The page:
Checking for correct e-mail address format

Currently, the complete project is here:

Adding a User to the database:
I want to check whether the provided e-mail address is valid, containing an @ sign as well as one of .com, .edu, .org (this isn’t real-world, just an exercise).

def add_user(self, name, email, user_books=None):
        if "@" not in email:
            print("Please enter a valid e-mail address")
            pass
        elif (".com" or ".edu" or ".org") not in email:
            print("Please enter a valid e-mail address")
            pass
        elif email in self.users.keys():
            print("User with email {email} already exists.".format(email))
            pass
        else:
            self.users.update({email: User(name, email)})
        if user_books:
            for book in user_books:
                self.add_book_to_user(book, email)
        return User(name, email)
  • I can’t tell at the moment if this OR logic is working or not. I tested it by printing the list of users afterwards to see if the user with invalid email had been added or not. However, the printing does not seem to happen. When there is nothing to print (no User objects), does Python maybe not show any output?

I’ll try to describing how I think it should be:

  1. If one out these three strings is present in the e-mail address, then go ahead and add the User:
if ".com" or ".edu" or ".org" in email:
    self.users.update({email: User(name, email)})
else:
    #print error message, don't add user
  1. If none of these three strings is present in the e-mail address, print the error message and don’t add the user:
if (".com" or ".edu" or ".org") not in email:
    print("Please enter a valid e-mail address")
    pass
else:
   # go ahead and add the user

not takes precedence before or, hence I need the brackets (?). Am I doing this control flow right?

  • Besides, I can never decide, which one of these two approaches is better for which case.
if x:
    do a
else:
    do b

versus:

if not x:
    do b
else:
    do a

Would you say, it’s rather a matter of style, readability and so on, or would you say that easily identifiable, logic criteria play a role as well?
In this function, I thought I’d first exclude all the hindering factors with the if checks and write the primary action of the function at the end where a string only gets by passing all these checks first.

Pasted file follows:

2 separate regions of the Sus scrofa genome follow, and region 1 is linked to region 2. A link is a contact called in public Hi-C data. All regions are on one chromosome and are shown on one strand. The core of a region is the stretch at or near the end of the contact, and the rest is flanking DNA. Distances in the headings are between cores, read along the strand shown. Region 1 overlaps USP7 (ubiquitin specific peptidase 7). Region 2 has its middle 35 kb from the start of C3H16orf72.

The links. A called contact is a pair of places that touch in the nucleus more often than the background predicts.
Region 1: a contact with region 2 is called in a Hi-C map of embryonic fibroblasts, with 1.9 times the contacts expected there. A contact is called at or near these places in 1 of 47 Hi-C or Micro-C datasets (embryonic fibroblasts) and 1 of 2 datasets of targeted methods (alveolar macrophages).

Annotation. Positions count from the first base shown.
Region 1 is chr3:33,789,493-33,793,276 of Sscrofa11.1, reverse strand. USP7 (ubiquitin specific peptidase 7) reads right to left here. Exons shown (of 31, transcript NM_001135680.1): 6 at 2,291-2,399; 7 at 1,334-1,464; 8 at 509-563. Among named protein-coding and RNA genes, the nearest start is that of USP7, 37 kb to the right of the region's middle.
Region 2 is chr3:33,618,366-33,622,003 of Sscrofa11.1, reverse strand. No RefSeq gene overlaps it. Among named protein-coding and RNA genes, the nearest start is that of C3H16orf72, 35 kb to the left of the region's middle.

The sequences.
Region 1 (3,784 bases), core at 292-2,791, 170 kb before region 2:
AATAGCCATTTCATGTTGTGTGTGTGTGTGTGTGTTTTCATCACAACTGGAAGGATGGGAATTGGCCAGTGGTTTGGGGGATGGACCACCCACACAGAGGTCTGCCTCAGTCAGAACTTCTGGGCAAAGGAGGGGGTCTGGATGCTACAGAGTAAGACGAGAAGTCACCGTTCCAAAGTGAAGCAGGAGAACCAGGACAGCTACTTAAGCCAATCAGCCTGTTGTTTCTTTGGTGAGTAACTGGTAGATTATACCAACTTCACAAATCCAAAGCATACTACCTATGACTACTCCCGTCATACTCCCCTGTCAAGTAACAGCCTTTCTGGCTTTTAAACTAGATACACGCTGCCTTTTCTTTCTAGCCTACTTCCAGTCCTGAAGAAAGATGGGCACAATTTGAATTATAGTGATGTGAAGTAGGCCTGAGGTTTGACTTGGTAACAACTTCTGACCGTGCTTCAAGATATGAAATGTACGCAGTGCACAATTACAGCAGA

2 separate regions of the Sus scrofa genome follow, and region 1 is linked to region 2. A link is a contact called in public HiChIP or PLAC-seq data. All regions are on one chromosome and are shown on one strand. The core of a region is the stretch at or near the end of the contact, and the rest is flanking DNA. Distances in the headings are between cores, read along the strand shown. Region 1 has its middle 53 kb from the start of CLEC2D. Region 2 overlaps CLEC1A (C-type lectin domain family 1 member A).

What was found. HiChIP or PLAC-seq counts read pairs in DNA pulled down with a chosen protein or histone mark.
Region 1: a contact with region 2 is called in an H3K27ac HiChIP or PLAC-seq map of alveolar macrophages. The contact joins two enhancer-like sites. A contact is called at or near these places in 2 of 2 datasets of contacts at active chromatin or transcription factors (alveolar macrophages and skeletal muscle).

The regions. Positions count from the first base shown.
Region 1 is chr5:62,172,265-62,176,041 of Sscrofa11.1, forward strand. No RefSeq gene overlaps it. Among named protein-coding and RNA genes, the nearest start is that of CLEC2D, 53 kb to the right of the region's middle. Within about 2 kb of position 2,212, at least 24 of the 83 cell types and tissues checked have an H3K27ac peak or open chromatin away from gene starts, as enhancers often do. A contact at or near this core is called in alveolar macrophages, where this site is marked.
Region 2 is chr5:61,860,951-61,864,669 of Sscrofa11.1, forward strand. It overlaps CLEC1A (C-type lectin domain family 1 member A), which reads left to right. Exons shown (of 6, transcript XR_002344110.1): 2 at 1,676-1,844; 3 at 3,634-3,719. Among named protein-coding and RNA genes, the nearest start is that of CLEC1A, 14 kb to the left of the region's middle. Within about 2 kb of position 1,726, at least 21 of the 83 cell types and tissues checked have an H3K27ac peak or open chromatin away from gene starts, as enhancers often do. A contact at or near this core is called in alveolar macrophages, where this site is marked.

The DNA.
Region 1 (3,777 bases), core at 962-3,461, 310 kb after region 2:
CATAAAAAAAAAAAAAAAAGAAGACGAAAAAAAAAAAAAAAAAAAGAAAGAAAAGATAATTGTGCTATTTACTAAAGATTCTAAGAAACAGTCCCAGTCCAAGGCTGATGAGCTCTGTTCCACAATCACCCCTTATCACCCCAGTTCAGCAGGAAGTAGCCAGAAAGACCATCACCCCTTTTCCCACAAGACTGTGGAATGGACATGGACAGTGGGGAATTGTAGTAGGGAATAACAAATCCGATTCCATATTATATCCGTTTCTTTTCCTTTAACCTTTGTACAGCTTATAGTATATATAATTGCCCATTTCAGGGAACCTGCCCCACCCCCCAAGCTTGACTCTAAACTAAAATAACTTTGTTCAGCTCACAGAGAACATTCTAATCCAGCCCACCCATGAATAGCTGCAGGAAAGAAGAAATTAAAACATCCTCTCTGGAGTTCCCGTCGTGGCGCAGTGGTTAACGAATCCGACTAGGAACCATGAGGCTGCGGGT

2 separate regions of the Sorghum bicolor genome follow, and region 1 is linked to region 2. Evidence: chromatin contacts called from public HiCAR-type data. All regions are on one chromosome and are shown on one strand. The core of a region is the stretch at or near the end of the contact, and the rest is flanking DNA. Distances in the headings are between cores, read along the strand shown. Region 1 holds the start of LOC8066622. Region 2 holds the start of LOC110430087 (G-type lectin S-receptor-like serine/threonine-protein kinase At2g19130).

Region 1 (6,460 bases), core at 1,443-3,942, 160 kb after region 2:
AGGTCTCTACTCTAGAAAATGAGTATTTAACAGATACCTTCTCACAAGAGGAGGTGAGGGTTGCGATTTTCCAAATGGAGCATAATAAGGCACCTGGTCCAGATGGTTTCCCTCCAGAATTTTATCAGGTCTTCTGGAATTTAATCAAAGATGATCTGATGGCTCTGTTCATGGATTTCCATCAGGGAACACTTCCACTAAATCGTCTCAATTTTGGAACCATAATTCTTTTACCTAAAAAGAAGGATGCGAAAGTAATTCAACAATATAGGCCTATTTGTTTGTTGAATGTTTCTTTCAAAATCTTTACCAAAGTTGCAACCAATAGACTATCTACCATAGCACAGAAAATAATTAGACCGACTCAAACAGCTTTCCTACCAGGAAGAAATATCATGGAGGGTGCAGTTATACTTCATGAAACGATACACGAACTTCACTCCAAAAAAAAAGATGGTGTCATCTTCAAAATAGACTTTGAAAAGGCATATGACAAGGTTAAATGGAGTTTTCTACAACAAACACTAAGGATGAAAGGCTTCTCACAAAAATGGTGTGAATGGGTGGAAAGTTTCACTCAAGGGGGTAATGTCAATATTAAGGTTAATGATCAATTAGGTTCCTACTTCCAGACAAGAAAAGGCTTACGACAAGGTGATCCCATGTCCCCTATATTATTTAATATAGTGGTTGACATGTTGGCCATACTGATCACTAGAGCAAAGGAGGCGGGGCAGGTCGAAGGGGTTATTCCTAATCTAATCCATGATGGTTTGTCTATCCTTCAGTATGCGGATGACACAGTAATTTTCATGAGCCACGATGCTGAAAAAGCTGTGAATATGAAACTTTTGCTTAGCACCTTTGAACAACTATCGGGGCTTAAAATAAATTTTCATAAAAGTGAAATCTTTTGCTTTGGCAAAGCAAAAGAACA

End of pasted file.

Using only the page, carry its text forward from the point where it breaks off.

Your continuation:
Benny, there are a couple of issues here:

The short answer is that you can’t use or to create a sort of pseudo-list.

in takes precedence over or, so

if ".com" or ".edu" or ".org" in email: is parsed, you first evaluate

".org" in email ==> (which is, let’s assume) False, giving if ".com" or ".edu" or False

:arrow_right: Now, or returns, not necessarily True or False, but the value of the first operand (left-to-right) that has a truth value of True. If the operands are expressions that evaluate to True or False, this works out as you expect. See docs.

But if the operands are other objects, they are evaluated (i.e., return a truth value) like this:

  • False, 0 (zero), None, empty containers (dictionaries, strings, lists, tuples), and any expressions that evaluate to one of those return False
  • Everything else returns True.

Since “.com” is a non-empty string, in a boolean expression it has the value of True. So by the rule flagged above, (".com" or “.org”) returns “.com”, The first “true” operand:

print(".com" or ".org")
# Output
.com

Bottom line: an if statement constructed like the one used will always trigger as long as it contains one non-empty string.

email = "my_name@my_domain.org"
if "x" or "y" in email:
    print("in the for block")
else:
    print("not in the for block")

# Output:
in the for block

What to do? Maybe something like:

com = ".com" in email
org = ".org" in email
edu = ".edu" in email
if com or org or edu:
    etc.

regarding if vs if not .

In my opinion, the former.

3 Likes

I did this:

def add_user(self, name, email, user_books=None):
        com = ".com" in email
        org = ".org" in email
        edu = ".edu" in email
        if com or org or edu:
            print("Please enter a valid e-mail address")
            return
#then try to add user with invalid email:
Tome_Rater.add_user("Alan Turing", "alan@turingcom")
Tome_Rater.print_users()
#outputs:
user: Alan Turing
e-mail: alan@turingcom
books read: {}

alan@turingcom passed the test!